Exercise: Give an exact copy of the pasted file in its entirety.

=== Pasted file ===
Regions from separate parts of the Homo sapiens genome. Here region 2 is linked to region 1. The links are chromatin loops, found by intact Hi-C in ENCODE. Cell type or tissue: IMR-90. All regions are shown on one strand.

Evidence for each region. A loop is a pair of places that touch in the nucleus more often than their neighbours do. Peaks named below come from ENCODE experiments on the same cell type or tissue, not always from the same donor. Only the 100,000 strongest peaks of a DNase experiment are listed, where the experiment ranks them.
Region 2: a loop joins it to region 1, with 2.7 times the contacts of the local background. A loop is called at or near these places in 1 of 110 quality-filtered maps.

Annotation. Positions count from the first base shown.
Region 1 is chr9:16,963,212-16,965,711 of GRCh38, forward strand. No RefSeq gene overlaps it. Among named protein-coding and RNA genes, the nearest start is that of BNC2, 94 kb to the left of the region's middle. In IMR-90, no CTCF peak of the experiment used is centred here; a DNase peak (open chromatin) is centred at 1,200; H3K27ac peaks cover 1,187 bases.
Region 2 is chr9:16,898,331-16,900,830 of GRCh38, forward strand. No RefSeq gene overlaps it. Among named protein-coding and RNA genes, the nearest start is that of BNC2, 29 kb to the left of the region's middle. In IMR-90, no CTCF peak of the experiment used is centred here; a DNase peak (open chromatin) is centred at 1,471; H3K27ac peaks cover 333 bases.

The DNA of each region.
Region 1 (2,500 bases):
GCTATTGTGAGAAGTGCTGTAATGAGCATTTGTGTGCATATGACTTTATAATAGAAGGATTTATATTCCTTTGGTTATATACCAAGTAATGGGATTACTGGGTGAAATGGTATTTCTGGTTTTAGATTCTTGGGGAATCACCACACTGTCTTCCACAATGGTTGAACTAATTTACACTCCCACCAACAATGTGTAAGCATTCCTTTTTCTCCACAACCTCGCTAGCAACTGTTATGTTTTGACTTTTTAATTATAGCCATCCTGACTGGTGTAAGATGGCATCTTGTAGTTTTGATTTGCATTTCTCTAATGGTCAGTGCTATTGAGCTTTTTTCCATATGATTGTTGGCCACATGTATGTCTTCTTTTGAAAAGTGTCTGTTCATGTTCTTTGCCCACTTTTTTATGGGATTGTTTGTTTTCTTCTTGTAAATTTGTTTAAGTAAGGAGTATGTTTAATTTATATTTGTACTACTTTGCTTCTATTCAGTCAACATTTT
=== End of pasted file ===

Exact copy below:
Regions from separate parts of the Homo sapiens genome. Here region 2 is linked to region 1. The links are chromatin loops, found by intact Hi-C in ENCODE. Cell type or tissue: IMR-90. All regions are shown on one strand.

Evidence for each region. A loop is a pair of places that touch in the nucleus more often than their neighbours do. Peaks named below come from ENCODE experiments on the same cell type or tissue, not always from the same donor. Only the 100,000 strongest peaks of a DNase experiment are listed, where the experiment ranks them.
Region 2: a loop joins it to region 1, with 2.7 times the contacts of the local background. A loop is called at or near these places in 1 of 110 quality-filtered maps.

Annotation. Positions count from the first base shown.
Region 1 is chr9:16,963,212-16,965,711 of GRCh38, forward strand. No RefSeq gene overlaps it. Among named protein-coding and RNA genes, the nearest start is that of BNC2, 94 kb to the left of the region's middle. In IMR-90, no CTCF peak of the experiment used is centred here; a DNase peak (open chromatin) is centred at 1,200; H3K27ac peaks cover 1,187 bases.
Region 2 is chr9:16,898,331-16,900,830 of GRCh38, forward strand. No RefSeq gene overlaps it. Among named protein-coding and RNA genes, the nearest start is that of BNC2, 29 kb to the left of the region's middle. In IMR-90, no CTCF peak of the experiment used is centred here; a DNase peak (open chromatin) is centred at 1,471; H3K27ac peaks cover 333 bases.

The DNA of each region.
Region 1 (2,500 bases):
GCTATTGTGAGAAGTGCTGTAATGAGCATTTGTGTGCATATGACTTTATAATAGAAGGATTTATATTCCTTTGGTTATATACCAAGTAATGGGATTACTGGGTGAAATGGTATTTCTGGTTTTAGATTCTTGGGGAATCACCACACTGTCTTCCACAATGGTTGAACTAATTTACACTCCCACCAACAATGTGTAAGCATTCCTTTTTCTCCACAACCTCGCTAGCAACTGTTATGTTTTGACTTTTTAATTATAGCCATCCTGACTGGTGTAAGATGGCATCTTGTAGTTTTGATTTGCATTTCTCTAATGGTCAGTGCTATTGAGCTTTTTTCCATATGATTGTTGGCCACATGTATGTCTTCTTTTGAAAAGTGTCTGTTCATGTTCTTTGCCCACTTTTTTATGGGATTGTTTGTTTTCTTCTTGTAAATTTGTTTAAGTAAGGAGTATGTTTAATTTATATTTGTACTACTTTGCTTCTATTCAGTCAACATTTT